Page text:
“On the rest of the complex, there are quite a few other buildings, and all the others were allowed to operate. A small staff was able to come into the main building itself for sanitation purposes as well as to depopulate chickens and do rendering of the chickens. It was not to make any food product, but was simply for depopulation of chickens that couldn’t be moved during the cleaning.
“The staff in the Foster Farms plant had to take two COVID tests where the results were negative before they could return to work. Of the group who went home during the closure, everyone took two tests at least three days but no more than seven days apart, before they were allowed to return to work.
“There were some positive tests in the group of 1,400 employees plus the temporary workers, but the percentage of the positives was very low, and those individuals were sent home and an investigation was done as to whether they had been in the plant during the infection period.
“Everyone working has been actively cleared.
“All the employees had to receive a safety training before re-entry.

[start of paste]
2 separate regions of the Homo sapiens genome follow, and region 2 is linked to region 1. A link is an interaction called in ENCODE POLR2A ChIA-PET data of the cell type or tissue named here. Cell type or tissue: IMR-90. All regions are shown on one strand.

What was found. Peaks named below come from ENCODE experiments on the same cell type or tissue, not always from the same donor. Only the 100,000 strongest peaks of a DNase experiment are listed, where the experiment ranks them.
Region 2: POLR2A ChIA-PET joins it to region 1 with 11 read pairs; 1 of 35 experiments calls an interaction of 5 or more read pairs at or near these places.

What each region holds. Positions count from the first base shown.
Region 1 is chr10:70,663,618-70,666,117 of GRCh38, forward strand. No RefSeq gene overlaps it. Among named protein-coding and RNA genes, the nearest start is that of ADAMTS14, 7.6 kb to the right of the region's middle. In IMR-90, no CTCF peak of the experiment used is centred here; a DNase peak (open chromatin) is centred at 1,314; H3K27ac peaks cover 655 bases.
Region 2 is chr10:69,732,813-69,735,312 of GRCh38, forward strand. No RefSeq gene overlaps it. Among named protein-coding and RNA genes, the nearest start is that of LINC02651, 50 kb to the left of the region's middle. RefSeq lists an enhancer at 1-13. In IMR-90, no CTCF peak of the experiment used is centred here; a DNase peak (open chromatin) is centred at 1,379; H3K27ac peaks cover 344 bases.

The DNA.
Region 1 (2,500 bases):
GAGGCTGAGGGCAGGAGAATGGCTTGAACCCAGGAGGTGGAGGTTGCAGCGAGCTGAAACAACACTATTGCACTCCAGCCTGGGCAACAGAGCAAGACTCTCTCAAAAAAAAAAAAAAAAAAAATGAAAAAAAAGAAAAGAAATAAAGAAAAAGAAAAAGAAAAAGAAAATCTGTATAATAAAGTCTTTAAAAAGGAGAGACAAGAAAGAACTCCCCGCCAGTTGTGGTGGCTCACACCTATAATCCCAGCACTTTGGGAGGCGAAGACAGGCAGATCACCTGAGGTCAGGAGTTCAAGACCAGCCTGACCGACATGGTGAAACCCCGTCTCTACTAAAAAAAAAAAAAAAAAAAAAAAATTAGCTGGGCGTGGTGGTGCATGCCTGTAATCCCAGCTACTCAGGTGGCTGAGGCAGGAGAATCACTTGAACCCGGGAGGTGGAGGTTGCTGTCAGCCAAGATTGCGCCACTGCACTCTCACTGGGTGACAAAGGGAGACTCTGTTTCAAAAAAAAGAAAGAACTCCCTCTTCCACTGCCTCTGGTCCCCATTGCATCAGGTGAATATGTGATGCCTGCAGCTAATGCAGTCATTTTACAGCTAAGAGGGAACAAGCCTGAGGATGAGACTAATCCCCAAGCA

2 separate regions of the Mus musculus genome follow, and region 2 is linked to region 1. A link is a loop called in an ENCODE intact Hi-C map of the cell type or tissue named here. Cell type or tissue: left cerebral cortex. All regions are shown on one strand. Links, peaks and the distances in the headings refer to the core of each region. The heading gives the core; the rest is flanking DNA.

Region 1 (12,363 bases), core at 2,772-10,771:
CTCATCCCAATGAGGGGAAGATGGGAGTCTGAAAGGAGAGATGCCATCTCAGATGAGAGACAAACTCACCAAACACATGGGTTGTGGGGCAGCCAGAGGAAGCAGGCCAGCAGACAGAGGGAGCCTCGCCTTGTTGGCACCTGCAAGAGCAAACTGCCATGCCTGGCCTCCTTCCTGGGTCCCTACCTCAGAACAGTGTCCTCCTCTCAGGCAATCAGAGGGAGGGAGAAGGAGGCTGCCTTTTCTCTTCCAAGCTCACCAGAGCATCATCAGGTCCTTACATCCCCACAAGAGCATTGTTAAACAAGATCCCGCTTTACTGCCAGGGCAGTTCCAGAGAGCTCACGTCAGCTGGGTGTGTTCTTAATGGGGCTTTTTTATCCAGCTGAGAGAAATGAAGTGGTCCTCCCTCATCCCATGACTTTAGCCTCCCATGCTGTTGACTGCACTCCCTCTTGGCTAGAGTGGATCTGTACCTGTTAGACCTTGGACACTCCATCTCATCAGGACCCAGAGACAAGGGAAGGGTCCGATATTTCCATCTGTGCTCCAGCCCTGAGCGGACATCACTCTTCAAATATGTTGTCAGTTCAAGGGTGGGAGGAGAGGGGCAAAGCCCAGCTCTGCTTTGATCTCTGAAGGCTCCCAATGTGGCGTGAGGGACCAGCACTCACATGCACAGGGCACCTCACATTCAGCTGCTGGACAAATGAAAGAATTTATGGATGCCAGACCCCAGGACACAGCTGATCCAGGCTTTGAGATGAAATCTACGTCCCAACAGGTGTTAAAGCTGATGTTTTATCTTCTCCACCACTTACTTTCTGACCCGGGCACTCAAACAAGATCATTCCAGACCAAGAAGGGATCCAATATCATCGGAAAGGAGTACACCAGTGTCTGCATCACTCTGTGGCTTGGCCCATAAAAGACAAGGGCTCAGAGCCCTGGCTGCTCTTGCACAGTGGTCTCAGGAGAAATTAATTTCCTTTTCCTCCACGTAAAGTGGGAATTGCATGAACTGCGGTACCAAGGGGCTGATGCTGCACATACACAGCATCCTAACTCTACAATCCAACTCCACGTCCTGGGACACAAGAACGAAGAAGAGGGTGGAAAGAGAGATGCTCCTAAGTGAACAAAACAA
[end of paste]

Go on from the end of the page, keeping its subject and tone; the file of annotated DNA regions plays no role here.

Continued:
Said Dr. Sullivan, “Foster Farms put together a massive testing operation for the Foster Farms plant and were able to test people once on Sept. 2 and once on Sept. 5. They set up tents outside on the campus and got everybody to come in for that testing. They were able to send the tests to a lab that had a rapid turn around time to shorten the length of the closure, since that testing was a requirement to reopen.
“Foster Farms contracted with a third party vendor to do the cleaning, and they cleaned the Plant and the rest of the Complex over the course of multiple days,” Sullivan said. “They followed the CDC procedures for a terminal clean.”
“During the closure, Foster Farms created more break space outside,” Sullivan said. “It is always better to be outside.
“For the indoor break spaces, they increased social distancing and implemented a monitoring program to make sure that the social distancing is being adhered to.
“The testing of employees was a major component, as well as the training of all the staff.
“Foster Farms reopened for the night shift on Sept. 7.”